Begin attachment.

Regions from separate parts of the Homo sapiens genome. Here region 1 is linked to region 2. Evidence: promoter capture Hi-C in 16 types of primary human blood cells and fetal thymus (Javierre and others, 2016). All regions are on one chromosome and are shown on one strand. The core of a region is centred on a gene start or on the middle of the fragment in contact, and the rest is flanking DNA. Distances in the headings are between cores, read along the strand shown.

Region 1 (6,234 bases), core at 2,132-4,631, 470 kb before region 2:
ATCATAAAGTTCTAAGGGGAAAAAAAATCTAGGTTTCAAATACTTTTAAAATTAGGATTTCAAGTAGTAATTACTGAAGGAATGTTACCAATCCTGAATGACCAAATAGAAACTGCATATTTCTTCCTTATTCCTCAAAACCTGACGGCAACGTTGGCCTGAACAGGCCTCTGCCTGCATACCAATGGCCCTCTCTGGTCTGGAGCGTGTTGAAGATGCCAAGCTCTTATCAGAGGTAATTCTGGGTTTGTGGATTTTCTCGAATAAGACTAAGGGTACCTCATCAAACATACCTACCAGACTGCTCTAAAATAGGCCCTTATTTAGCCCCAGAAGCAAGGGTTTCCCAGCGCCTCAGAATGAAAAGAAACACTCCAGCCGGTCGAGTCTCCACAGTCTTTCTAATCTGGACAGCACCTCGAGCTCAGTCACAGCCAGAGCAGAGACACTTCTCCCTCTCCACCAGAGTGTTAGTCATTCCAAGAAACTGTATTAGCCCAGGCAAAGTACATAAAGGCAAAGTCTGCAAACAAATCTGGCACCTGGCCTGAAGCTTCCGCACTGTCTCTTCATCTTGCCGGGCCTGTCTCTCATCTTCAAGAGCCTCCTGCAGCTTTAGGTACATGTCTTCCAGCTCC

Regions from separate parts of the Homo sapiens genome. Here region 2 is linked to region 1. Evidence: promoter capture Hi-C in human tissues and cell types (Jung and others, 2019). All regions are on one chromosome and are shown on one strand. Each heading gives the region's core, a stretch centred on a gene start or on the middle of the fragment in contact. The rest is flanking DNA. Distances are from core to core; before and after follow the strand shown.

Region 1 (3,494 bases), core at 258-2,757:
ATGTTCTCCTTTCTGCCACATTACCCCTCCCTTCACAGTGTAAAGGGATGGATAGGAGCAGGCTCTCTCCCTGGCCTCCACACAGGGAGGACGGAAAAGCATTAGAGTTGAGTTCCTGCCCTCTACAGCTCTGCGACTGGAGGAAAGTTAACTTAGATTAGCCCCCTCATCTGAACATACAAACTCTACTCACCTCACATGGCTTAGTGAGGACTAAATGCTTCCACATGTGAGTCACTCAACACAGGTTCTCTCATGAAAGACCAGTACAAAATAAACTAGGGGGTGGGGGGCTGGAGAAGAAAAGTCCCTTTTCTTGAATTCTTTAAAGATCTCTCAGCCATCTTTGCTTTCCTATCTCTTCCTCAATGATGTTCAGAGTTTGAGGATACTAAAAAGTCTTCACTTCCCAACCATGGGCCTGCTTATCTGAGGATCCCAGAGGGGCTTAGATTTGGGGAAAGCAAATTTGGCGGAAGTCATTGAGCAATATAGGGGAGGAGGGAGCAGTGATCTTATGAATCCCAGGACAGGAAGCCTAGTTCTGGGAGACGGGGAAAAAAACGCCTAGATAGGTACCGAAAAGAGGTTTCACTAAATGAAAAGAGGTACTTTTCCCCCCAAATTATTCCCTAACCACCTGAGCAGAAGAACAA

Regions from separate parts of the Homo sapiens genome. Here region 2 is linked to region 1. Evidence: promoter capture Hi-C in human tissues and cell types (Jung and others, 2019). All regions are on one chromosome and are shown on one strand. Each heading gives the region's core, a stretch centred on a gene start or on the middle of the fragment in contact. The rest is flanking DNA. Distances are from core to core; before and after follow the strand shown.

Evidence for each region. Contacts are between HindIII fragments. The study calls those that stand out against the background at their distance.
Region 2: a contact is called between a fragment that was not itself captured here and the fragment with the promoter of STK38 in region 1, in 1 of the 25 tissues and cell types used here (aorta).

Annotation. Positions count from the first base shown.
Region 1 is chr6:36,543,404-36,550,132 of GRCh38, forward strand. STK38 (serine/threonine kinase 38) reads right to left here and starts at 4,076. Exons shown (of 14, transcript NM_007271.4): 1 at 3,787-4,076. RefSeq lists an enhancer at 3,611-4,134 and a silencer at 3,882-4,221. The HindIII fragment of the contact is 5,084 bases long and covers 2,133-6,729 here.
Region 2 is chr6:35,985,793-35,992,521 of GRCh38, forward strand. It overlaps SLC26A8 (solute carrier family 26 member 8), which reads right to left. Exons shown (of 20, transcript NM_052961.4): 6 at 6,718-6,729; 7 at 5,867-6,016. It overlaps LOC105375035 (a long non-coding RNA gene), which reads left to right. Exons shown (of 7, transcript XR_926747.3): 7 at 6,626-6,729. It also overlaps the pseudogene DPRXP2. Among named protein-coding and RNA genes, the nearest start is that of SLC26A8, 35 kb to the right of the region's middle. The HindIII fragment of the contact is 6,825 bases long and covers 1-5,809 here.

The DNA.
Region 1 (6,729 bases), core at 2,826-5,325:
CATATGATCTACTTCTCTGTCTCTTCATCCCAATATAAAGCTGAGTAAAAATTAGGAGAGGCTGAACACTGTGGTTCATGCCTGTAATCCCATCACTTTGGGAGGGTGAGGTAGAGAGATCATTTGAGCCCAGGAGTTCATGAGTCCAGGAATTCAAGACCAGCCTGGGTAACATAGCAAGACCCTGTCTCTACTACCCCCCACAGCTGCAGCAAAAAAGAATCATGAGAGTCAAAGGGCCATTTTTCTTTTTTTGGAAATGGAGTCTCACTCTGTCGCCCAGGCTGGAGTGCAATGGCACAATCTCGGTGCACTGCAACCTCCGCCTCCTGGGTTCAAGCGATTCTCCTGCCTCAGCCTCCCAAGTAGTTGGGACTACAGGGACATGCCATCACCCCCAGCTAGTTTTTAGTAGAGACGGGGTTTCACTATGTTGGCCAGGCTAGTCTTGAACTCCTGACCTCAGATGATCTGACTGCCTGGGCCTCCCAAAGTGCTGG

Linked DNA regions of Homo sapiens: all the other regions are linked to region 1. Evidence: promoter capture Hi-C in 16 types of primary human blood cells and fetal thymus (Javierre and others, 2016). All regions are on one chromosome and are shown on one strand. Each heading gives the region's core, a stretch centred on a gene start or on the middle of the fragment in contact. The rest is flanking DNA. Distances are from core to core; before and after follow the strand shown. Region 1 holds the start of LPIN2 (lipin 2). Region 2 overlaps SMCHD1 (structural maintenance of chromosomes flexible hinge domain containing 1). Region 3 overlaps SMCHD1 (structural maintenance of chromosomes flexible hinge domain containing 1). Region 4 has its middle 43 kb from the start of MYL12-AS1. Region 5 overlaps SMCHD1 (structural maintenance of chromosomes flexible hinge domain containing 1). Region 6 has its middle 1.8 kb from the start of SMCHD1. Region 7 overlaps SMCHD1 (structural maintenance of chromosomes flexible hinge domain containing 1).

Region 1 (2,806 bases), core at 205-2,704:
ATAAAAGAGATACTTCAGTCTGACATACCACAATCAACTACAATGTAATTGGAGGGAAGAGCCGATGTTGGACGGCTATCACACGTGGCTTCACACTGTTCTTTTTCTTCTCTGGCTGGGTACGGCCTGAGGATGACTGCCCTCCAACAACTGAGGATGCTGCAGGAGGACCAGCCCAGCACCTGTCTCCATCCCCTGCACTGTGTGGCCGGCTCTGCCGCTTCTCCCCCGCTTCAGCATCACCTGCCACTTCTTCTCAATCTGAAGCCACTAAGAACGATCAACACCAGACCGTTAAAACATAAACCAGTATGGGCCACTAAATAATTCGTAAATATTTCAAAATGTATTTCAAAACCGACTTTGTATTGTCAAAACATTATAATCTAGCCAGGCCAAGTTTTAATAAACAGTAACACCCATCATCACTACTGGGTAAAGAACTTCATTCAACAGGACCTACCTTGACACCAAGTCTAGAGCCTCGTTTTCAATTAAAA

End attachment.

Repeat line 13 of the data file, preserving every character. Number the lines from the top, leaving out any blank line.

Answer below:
The DNA.